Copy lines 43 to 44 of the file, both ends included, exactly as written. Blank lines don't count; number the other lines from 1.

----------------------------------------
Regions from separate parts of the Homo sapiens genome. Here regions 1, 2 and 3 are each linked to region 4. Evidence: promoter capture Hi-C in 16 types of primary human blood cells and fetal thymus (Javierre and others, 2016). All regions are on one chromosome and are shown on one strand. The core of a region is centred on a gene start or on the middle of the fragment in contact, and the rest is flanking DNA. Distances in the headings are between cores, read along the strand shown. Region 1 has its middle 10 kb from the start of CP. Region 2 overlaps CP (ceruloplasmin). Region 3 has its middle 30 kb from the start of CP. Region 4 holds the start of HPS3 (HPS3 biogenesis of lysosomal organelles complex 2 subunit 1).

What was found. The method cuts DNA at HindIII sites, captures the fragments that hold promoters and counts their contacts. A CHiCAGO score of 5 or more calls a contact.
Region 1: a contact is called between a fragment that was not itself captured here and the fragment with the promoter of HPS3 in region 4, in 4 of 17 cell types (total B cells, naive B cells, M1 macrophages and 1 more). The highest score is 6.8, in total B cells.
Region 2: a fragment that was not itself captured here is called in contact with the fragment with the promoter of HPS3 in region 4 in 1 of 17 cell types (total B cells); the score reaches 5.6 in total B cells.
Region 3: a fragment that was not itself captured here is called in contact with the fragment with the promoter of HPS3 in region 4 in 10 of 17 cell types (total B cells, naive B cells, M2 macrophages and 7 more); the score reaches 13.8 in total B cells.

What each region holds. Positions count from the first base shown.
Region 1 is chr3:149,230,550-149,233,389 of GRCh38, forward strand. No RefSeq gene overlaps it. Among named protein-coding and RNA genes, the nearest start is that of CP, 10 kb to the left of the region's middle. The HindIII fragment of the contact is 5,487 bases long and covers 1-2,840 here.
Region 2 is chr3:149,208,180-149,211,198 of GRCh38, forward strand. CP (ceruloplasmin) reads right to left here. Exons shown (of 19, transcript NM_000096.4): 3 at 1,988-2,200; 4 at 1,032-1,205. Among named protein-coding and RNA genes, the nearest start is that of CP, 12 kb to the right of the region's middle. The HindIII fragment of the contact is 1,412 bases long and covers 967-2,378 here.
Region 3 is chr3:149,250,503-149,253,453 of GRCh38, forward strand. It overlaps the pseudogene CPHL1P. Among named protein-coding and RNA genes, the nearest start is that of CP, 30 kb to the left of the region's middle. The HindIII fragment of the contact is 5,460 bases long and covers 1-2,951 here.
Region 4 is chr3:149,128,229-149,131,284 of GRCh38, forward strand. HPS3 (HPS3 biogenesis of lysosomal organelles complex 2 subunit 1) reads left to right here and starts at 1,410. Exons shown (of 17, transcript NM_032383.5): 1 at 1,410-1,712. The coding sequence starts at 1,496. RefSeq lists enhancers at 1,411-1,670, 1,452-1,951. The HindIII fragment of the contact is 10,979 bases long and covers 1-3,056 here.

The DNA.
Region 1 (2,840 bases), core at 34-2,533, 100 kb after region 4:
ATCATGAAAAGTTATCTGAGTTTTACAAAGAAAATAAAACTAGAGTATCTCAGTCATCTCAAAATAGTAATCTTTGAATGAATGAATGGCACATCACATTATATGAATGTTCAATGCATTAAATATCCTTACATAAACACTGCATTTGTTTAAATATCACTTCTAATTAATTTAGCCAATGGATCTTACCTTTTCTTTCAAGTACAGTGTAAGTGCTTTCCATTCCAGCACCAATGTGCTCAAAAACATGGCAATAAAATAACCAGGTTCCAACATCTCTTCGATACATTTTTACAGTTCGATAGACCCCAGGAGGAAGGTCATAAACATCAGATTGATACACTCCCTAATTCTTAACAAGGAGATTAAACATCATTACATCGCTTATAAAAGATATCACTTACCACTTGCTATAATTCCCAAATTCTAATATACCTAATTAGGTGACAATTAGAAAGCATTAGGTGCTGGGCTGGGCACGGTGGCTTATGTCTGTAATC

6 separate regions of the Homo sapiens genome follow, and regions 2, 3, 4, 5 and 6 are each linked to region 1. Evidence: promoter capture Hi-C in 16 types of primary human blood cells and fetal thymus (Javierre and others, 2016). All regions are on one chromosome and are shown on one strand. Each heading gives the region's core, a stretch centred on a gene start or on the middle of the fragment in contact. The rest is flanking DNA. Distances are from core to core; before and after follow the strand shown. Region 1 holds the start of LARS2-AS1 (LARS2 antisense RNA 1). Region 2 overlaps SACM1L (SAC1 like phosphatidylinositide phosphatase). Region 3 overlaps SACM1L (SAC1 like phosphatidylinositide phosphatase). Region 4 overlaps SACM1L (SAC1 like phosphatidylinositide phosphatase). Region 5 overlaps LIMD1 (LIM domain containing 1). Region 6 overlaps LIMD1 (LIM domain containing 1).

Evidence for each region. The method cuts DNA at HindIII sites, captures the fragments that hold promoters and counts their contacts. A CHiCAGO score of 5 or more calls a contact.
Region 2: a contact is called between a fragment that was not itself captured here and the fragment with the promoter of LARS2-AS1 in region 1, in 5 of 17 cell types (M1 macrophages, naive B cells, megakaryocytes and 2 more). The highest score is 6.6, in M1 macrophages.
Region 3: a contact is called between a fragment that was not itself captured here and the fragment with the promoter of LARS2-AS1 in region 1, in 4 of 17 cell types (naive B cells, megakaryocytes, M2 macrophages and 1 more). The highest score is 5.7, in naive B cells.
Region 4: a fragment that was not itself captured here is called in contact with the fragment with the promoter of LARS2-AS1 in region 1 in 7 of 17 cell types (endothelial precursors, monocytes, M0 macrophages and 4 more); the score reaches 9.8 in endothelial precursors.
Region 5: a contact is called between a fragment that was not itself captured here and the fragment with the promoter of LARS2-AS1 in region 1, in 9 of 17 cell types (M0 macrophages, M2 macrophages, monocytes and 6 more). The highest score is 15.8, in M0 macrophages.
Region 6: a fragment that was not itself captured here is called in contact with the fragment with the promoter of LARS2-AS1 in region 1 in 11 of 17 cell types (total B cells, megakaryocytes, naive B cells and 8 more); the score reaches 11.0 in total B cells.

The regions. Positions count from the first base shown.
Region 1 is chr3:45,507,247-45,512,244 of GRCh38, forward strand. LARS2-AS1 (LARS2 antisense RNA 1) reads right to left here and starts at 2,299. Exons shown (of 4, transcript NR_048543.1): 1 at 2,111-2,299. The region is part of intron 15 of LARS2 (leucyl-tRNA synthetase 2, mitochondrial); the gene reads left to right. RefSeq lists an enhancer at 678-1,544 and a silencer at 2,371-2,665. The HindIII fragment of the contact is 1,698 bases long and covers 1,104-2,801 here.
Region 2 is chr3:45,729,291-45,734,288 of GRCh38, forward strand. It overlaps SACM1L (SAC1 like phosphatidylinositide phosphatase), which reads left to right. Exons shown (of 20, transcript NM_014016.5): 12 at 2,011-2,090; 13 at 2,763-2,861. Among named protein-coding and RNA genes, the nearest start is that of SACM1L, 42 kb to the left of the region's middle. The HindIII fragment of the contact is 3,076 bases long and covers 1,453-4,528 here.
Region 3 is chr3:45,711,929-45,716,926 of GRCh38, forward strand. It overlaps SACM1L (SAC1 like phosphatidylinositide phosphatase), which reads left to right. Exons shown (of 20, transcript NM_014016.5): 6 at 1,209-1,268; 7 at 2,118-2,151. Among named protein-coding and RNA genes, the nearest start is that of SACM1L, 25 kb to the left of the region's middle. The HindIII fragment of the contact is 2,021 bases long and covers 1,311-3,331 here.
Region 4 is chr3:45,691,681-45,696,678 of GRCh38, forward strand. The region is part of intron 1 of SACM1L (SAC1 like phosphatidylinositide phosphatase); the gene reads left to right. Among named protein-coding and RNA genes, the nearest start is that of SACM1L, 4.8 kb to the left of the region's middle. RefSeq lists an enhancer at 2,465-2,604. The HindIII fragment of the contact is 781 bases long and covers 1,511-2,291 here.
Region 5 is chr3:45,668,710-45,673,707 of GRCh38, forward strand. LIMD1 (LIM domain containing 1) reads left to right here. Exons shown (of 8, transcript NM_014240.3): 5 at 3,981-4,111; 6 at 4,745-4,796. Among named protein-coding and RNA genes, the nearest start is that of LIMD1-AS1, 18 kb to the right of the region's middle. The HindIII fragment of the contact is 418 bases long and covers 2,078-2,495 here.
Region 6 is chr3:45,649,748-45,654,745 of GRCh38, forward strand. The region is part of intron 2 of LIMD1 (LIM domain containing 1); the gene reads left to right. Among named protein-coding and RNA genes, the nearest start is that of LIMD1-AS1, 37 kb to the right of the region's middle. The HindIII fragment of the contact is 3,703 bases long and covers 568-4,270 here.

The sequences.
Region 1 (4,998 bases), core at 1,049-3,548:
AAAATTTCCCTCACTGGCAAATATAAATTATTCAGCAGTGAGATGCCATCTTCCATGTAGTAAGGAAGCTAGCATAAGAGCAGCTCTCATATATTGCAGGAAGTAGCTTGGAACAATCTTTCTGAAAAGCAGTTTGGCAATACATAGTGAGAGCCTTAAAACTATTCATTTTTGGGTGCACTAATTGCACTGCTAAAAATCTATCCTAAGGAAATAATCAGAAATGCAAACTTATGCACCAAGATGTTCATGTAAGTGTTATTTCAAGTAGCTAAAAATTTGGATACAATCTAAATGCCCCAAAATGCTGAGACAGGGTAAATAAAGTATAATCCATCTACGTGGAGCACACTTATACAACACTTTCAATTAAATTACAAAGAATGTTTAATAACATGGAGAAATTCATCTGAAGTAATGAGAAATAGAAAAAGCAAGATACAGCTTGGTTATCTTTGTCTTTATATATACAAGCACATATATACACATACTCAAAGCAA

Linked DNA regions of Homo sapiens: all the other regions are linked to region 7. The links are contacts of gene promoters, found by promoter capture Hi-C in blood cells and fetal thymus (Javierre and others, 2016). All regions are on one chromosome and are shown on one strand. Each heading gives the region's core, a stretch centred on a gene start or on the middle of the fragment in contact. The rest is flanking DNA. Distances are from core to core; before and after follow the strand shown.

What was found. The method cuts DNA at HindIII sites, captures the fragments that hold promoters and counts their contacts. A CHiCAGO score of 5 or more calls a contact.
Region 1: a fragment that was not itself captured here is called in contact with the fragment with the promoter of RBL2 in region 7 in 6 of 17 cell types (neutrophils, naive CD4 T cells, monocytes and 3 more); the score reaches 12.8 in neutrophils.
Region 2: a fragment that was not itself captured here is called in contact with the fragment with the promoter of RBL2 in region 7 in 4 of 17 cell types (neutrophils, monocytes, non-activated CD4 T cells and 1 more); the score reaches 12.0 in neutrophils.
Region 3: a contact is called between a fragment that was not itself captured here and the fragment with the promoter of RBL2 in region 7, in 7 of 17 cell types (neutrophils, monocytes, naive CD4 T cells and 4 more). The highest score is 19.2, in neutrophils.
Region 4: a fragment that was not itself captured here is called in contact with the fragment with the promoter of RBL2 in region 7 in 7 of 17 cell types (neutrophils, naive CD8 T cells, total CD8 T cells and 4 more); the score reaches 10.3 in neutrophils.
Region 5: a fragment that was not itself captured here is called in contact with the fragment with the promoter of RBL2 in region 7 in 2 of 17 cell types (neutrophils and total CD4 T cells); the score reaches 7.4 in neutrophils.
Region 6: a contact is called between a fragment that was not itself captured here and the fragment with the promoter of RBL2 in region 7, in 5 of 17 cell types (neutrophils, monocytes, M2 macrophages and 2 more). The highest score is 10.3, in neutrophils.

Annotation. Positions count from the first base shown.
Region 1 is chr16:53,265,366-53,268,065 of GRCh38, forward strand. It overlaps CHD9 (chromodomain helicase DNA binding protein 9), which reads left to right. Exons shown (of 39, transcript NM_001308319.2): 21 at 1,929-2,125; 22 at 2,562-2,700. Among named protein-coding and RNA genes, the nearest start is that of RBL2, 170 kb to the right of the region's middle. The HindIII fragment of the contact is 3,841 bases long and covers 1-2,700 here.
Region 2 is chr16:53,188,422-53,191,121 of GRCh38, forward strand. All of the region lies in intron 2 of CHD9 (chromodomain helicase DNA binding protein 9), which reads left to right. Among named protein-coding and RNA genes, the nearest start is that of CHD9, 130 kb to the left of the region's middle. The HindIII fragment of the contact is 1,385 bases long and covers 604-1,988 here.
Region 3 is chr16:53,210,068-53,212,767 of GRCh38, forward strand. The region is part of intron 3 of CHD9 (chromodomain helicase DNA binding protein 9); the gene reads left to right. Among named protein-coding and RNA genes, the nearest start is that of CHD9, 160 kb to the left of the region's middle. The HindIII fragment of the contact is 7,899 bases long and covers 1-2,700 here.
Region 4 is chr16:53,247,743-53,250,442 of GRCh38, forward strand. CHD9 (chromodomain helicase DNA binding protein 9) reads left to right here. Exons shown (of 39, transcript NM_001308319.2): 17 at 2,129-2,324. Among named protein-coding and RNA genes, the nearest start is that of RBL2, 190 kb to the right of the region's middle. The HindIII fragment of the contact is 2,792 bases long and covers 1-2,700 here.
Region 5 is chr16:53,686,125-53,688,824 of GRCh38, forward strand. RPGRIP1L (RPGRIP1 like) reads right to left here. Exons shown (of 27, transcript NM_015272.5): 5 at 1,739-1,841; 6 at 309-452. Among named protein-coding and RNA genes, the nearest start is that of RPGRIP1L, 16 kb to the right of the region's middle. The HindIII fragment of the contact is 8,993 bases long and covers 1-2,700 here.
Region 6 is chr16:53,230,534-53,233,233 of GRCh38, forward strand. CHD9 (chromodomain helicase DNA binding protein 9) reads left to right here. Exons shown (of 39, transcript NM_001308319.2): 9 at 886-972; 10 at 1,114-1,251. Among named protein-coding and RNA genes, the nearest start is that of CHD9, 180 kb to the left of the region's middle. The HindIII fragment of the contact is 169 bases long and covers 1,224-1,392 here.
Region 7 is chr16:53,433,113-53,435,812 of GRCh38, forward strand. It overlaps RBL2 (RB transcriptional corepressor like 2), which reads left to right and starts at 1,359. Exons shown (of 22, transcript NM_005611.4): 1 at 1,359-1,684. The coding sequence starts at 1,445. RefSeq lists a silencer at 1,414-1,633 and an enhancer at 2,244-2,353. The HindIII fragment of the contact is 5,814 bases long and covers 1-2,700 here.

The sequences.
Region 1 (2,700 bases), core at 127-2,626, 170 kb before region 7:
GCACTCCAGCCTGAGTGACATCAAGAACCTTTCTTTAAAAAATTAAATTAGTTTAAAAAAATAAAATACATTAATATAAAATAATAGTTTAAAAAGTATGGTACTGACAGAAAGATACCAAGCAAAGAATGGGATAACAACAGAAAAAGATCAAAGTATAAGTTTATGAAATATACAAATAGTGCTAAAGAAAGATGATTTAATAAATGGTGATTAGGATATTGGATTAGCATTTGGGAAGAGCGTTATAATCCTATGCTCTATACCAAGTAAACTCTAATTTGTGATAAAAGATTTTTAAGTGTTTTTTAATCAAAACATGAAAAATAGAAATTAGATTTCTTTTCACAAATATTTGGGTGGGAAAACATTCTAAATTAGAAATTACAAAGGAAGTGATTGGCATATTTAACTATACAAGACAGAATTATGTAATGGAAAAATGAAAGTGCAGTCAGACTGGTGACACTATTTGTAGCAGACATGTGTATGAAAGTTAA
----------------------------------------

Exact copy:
Region 4 is chr16:53,247,743-53,250,442 of GRCh38, forward strand. CHD9 (chromodomain helicase DNA binding protein 9) reads left to right here. Exons shown (of 39, transcript NM_001308319.2): 17 at 2,129-2,324. Among named protein-coding and RNA genes, the nearest start is that of RBL2, 190 kb to the right of the region's middle. The HindIII fragment of the contact is 2,792 bases long and covers 1-2,700 here.
Region 5 is chr16:53,686,125-53,688,824 of GRCh38, forward strand. RPGRIP1L (RPGRIP1 like) reads right to left here. Exons shown (of 27, transcript NM_015272.5): 5 at 1,739-1,841; 6 at 309-452. Among named protein-coding and RNA genes, the nearest start is that of RPGRIP1L, 16 kb to the right of the region's middle. The HindIII fragment of the contact is 8,993 bases long and covers 1-2,700 here.